I soon found myself serving a Disciples of Christ church that wanted me to minister to the LGBTQ community in Louisville. I love this idea, to minister to the community that had gotten me dismissed from the PCUSA ordination process. It was an amazing time of awakening to the beauty and power of God working in and through folks that I had always thought would burn in hell or that at the very least would be hard pressed to be used as instruments of God’s love.
Those three years delivered me to apostasy in the eyes of Pat Robertson and Al Mohler. I received more messages explaining that I was in error and was leading those I professed to love down the broad road to hell. It was an enlightening time of pregnant adventure. It was also a hard time for the church, longtime members became upset when the national news caught wind of things we were doing and when the nation got word that I and the other pastor on staff were not going to act as agents of the State any longer by signing marriage certificates, the camels back was broke. This lead to a slow decline in my support and the niche I had found was no longer supported.
This eventually brought me to Oklahoma. My wife was called to a lovely church in Oklahoma City where her gifts in ministry are utilized in a spectacular display of loving-kindness. I was branded as a liberal, rebel-rousing type and barred from seeking a call in Oklahoma. I mourn that loss still. I crawled through the open window God left ajar and finished my master of social work at OU.
I wrestled with the thought of failure. When we graduated in 2008 from Austin Seminary we were told that in five years 50% of us would not be in ministry any longer. I had made it three years of full time ordained ministry before I burned out of church. I was one of the statistics. I was bathed in shame. The pregnant adventure I had always prayed for had abandoned me. The thing is, the adventurously pregnant life doesn’t leave us. The suffering, the frustration, the difficulty are part of the birth pangs. “All around us we observe a pregnant creation. The difficult suffering throughout the world are birth pangs. Pain that is not only within us, but also around us. The Spirit of God is stirring us from within. We experience the birthing pangs together and apart from each other. These fruitless and stark bodies of ours long for complete liberation. That is why waiting does not diminish us; any more than waiting diminishes a pregnant mother. We are enlarged in the waiting. We, of course, do not see what is enlarging us. But the longer we wait, the larger we become, and the more joyful our hope is.”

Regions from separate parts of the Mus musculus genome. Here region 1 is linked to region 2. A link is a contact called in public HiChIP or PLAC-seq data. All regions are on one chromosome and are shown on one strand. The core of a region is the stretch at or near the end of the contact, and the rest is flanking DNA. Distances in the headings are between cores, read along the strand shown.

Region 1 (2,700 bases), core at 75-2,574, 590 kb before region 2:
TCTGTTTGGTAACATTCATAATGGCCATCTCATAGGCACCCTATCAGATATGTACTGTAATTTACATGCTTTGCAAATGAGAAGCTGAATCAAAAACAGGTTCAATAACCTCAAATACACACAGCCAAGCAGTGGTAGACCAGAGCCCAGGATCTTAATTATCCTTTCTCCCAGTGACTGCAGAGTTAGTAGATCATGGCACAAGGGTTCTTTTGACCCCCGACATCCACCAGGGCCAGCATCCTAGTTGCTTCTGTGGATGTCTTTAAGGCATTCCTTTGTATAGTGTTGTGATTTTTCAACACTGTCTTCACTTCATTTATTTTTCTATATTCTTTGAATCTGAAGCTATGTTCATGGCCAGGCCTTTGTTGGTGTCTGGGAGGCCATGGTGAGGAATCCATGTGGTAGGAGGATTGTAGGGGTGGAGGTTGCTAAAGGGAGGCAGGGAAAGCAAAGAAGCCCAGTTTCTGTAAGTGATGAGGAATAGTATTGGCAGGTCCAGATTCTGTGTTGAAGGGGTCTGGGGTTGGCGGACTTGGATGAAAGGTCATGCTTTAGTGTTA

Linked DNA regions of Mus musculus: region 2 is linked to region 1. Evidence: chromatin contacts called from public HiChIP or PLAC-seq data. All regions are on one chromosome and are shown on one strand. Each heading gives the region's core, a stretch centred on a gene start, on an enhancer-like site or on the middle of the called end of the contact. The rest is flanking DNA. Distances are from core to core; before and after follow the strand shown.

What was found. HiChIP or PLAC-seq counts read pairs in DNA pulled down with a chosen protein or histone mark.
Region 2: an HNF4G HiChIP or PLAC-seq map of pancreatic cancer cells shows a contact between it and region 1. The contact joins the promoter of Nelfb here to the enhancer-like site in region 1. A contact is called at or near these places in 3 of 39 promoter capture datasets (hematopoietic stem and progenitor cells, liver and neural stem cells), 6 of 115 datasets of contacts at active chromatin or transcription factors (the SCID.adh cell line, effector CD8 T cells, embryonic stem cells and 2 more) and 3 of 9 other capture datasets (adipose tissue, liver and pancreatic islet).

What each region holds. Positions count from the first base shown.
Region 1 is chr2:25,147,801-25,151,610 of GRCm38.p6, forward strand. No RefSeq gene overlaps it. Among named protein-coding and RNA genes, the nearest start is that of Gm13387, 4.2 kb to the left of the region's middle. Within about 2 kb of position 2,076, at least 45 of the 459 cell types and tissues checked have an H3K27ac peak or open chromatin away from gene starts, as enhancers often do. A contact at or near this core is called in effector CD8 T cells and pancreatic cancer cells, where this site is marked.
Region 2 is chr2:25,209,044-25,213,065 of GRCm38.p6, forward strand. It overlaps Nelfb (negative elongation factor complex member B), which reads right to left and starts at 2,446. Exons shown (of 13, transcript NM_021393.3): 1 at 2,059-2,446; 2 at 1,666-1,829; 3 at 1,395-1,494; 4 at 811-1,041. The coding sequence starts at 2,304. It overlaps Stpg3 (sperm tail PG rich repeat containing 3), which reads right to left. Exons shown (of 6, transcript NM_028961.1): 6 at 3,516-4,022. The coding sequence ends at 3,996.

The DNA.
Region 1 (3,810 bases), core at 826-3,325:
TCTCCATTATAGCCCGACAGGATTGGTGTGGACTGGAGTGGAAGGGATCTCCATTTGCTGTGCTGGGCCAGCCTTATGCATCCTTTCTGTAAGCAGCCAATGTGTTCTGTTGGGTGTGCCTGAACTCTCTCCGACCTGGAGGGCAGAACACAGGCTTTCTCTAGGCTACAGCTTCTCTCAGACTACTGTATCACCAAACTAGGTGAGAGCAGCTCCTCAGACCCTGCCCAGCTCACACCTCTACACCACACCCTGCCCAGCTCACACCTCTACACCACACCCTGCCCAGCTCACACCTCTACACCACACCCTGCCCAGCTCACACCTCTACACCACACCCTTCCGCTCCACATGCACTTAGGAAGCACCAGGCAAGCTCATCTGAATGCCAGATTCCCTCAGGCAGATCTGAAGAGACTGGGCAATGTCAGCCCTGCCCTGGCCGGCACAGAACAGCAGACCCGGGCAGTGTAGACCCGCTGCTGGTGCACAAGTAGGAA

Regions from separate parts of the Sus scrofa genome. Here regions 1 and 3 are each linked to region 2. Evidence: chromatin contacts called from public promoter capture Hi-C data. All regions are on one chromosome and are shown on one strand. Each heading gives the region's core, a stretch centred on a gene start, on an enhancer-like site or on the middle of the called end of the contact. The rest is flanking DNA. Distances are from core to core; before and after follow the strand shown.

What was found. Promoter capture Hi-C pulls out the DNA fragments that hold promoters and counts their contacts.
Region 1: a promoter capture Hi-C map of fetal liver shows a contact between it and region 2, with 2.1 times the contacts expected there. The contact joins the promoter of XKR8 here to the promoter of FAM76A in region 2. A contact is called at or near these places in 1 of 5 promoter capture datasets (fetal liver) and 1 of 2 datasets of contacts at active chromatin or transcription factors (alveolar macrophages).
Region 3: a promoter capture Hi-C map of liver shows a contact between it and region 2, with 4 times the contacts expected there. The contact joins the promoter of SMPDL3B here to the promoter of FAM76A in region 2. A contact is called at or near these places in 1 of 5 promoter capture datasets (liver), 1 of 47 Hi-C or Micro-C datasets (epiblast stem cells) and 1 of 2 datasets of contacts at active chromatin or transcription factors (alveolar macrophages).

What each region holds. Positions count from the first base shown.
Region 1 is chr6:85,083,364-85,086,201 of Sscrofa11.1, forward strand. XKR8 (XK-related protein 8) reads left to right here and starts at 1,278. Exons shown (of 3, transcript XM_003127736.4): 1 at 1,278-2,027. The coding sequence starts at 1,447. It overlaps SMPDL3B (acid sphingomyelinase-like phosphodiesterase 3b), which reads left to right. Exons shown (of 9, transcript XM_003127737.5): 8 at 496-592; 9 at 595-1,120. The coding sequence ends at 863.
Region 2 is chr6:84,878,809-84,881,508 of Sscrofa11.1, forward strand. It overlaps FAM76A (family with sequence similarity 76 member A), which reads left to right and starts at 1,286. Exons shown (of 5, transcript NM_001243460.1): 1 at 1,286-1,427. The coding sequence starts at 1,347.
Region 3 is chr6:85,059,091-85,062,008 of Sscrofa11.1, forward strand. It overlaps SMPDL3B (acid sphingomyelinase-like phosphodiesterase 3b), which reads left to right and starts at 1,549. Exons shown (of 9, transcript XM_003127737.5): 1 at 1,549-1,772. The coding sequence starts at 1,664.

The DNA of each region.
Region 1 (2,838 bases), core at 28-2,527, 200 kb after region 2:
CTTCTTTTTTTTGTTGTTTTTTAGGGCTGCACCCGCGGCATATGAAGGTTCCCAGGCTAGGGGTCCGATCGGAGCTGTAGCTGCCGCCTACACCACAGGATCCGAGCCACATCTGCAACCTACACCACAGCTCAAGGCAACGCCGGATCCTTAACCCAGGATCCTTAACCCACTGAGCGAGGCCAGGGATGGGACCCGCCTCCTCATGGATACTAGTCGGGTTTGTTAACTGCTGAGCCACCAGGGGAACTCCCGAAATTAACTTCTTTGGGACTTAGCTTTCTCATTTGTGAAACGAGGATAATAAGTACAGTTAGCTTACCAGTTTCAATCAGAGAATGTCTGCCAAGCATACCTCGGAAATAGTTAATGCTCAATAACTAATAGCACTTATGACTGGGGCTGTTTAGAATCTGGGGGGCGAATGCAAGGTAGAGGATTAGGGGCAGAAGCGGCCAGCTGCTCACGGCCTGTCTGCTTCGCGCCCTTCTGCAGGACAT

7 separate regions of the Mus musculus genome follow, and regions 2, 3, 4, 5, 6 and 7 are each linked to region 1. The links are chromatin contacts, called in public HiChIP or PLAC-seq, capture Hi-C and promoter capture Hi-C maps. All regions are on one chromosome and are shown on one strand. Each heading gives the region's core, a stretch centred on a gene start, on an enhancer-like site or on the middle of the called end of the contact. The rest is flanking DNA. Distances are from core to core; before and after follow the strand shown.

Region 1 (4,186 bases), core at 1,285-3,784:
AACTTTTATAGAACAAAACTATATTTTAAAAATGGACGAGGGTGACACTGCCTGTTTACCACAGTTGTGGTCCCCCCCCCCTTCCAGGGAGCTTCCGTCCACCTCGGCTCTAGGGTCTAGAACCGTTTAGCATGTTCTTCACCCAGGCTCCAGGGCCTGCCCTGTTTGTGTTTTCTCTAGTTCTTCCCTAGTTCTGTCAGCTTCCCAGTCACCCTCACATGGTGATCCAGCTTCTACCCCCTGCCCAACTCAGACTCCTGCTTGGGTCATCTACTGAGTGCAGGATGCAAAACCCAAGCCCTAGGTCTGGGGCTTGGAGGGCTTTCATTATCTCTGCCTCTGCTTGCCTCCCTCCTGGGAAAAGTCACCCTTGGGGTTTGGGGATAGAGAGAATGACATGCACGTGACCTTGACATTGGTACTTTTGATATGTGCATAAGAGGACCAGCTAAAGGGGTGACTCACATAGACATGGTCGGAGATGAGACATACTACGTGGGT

God is not calling any of us to an easy life of leisure. To be a fisher of [men but need a gender neutral way to express this] means we must toil and labor. There is joy in the work but there is never NOT risk. It is a risky and dangerous prospect to put ones life in the hands of Christ and be light in a world that is full of biased hatred of a redeeming and reconciling Emmanuel. The world hates the justice, the peace, and the love that flows forth from the Human-struck wounds of Jesus.